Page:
WASHINGTON - Consumer spending in the United States climbed more than forecast in January as incomes increased, making it more likely the biggest part of the economy will be able to sustain growth in early 2014.
Household purchases, which account for about 70 percent of the economy, rose 0.4 percent, after a 0.1 percent gain the prior month that was smaller than previously estimated, Commerce Department figures showed today in Washington, D.C. The median forecast of 76 economists in a Bloomberg survey called for a 0.1 percent rise. Incomes advanced 0.3 percent.
The report is in sync with recent data that indicate Americans are starting to shake off the effect of the harsh winter and confidence in the world’s largest economy is edging up. Improvement in hiring and rising wealth underpinned by housing and stock-market gains will keep providing consumers with the means to spend.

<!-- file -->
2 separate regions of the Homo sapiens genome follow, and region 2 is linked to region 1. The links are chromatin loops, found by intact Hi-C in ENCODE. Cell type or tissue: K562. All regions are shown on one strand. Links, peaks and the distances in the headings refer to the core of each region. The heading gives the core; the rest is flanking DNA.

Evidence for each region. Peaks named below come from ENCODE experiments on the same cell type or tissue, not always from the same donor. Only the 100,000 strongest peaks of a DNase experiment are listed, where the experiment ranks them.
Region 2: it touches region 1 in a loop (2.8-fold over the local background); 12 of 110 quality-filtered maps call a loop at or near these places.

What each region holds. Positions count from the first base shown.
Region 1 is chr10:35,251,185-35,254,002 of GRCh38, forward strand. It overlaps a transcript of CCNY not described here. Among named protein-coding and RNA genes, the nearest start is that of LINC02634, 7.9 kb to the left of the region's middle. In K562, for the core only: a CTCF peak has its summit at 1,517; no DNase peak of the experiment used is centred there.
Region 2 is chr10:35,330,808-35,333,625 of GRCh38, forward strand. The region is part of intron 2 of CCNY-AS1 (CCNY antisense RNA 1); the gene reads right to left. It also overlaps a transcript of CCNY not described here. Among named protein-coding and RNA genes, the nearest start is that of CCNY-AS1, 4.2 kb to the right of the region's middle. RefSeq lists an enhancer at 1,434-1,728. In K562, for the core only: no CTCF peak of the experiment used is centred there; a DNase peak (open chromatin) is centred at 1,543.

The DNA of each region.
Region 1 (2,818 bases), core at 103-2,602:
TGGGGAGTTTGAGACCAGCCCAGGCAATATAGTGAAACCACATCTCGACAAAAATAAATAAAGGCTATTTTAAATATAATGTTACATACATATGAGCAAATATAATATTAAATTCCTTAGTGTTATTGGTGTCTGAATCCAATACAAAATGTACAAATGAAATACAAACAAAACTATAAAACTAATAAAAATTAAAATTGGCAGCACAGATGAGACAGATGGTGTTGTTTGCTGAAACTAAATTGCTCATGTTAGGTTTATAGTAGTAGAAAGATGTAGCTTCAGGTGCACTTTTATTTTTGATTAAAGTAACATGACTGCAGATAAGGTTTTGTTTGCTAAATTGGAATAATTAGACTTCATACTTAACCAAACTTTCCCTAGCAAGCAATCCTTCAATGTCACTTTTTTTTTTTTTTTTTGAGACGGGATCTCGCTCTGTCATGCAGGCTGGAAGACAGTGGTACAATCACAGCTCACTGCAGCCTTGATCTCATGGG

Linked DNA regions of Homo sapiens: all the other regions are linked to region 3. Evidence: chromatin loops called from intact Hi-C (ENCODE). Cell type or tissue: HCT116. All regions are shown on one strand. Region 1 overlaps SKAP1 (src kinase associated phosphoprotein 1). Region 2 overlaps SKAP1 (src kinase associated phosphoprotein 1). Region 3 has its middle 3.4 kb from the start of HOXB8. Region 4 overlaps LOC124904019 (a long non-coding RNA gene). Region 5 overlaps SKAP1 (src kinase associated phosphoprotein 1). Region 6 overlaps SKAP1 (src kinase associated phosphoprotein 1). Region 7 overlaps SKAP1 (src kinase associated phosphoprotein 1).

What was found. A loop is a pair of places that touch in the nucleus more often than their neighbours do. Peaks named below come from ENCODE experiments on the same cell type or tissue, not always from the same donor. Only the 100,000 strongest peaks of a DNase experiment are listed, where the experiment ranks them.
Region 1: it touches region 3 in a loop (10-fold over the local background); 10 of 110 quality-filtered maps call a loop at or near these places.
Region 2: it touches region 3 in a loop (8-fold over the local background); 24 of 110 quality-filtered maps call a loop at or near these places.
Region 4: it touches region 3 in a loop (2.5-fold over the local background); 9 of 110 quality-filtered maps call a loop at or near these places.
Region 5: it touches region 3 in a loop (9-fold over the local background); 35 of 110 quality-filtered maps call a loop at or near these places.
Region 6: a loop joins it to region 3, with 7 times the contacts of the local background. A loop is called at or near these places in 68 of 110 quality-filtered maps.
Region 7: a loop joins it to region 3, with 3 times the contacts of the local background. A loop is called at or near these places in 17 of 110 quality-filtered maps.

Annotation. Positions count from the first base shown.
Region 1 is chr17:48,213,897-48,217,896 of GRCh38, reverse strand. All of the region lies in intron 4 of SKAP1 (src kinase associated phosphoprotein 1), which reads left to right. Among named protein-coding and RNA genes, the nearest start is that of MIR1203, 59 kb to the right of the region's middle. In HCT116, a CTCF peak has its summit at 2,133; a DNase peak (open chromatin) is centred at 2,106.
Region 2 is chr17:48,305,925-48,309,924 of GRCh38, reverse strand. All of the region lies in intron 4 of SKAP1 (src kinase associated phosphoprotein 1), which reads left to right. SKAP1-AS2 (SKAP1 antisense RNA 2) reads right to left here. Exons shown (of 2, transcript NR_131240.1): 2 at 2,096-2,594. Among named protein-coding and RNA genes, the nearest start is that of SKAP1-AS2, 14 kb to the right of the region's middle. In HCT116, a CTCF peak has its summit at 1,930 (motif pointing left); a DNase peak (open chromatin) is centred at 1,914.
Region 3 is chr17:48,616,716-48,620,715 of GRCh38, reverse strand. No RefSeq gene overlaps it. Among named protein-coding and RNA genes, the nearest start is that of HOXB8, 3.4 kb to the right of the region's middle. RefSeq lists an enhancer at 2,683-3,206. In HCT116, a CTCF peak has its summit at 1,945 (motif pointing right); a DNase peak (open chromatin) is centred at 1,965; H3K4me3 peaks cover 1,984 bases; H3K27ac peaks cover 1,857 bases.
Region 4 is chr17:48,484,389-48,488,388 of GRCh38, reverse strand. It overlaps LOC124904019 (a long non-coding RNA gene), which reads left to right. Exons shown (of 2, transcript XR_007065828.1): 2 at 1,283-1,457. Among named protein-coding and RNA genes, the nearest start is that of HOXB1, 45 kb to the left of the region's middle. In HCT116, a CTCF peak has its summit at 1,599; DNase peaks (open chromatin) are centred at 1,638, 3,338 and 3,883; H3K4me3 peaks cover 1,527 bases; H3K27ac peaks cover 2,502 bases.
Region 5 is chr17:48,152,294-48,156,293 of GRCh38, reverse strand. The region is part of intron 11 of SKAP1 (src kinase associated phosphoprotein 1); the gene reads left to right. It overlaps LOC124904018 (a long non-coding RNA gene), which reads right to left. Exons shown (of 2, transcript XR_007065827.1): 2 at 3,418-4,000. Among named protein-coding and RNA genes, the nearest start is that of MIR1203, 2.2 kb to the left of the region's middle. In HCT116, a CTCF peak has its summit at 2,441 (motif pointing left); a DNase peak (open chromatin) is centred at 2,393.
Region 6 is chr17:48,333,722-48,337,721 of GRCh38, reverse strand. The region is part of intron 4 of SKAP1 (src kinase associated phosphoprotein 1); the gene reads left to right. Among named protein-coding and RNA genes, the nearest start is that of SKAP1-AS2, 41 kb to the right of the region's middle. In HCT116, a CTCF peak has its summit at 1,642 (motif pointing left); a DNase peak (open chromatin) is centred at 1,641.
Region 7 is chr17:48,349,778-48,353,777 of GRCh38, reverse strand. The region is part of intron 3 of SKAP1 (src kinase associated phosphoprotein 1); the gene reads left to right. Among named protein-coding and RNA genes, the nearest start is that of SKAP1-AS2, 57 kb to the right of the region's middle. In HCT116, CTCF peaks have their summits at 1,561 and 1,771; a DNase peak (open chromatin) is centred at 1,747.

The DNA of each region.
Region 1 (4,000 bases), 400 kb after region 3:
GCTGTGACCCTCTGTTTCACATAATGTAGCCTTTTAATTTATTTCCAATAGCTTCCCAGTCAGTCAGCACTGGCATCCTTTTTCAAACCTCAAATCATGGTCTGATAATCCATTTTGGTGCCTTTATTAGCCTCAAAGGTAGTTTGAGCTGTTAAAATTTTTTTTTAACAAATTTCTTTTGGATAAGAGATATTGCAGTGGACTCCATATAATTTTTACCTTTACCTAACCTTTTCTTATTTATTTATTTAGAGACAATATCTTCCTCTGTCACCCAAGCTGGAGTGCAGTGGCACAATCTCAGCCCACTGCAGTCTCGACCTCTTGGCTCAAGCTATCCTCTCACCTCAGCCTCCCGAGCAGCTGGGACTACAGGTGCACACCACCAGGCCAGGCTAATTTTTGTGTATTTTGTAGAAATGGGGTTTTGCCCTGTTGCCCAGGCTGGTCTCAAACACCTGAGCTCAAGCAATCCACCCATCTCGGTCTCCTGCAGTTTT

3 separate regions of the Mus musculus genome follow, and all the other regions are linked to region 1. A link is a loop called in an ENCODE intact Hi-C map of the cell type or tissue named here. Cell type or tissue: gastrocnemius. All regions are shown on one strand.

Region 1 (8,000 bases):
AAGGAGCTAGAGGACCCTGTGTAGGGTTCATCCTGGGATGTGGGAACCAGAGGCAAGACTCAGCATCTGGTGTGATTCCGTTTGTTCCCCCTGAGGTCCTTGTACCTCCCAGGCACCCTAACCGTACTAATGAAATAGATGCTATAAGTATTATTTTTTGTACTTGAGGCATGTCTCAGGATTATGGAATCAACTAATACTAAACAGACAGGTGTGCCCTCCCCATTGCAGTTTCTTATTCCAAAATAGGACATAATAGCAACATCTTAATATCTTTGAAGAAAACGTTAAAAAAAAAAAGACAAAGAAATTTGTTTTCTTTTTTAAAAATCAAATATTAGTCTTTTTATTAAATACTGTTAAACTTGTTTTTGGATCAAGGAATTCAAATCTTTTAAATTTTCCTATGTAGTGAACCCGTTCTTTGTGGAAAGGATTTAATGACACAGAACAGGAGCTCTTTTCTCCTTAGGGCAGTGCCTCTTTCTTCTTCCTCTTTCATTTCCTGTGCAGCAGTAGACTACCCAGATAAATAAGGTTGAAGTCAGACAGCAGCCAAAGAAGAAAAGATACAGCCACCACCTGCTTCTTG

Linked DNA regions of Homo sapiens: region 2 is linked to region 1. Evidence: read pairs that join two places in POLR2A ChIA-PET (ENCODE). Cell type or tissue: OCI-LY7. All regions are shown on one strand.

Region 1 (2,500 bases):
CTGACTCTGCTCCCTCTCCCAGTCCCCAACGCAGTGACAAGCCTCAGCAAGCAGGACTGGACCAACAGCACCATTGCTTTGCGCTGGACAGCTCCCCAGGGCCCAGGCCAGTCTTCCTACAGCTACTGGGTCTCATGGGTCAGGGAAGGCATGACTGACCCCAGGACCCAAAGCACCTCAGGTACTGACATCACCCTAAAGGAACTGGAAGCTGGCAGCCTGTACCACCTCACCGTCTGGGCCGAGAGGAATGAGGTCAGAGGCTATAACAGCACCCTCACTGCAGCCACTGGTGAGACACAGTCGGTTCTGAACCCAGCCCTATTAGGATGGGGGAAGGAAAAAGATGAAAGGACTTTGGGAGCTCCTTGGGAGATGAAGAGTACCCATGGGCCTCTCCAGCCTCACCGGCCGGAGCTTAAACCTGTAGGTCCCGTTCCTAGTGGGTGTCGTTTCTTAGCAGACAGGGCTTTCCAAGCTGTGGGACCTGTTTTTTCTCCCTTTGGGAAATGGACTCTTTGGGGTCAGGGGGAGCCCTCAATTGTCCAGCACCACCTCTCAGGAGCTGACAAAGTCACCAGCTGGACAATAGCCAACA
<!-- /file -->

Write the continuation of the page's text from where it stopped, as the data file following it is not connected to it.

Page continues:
“Consumer spending had OK momentum” in January, Brian Jones, senior U.S. economist at Societe Generale in New York, said before the report. “We expect to see better job growth in the spring. More people with jobs means more money to spend.”
Projections for spending in the Bloomberg survey ranged from a 0.1 percent drop to a gain of 0.5 percent. The December reading was previously reported as an increase of 0.4 percent.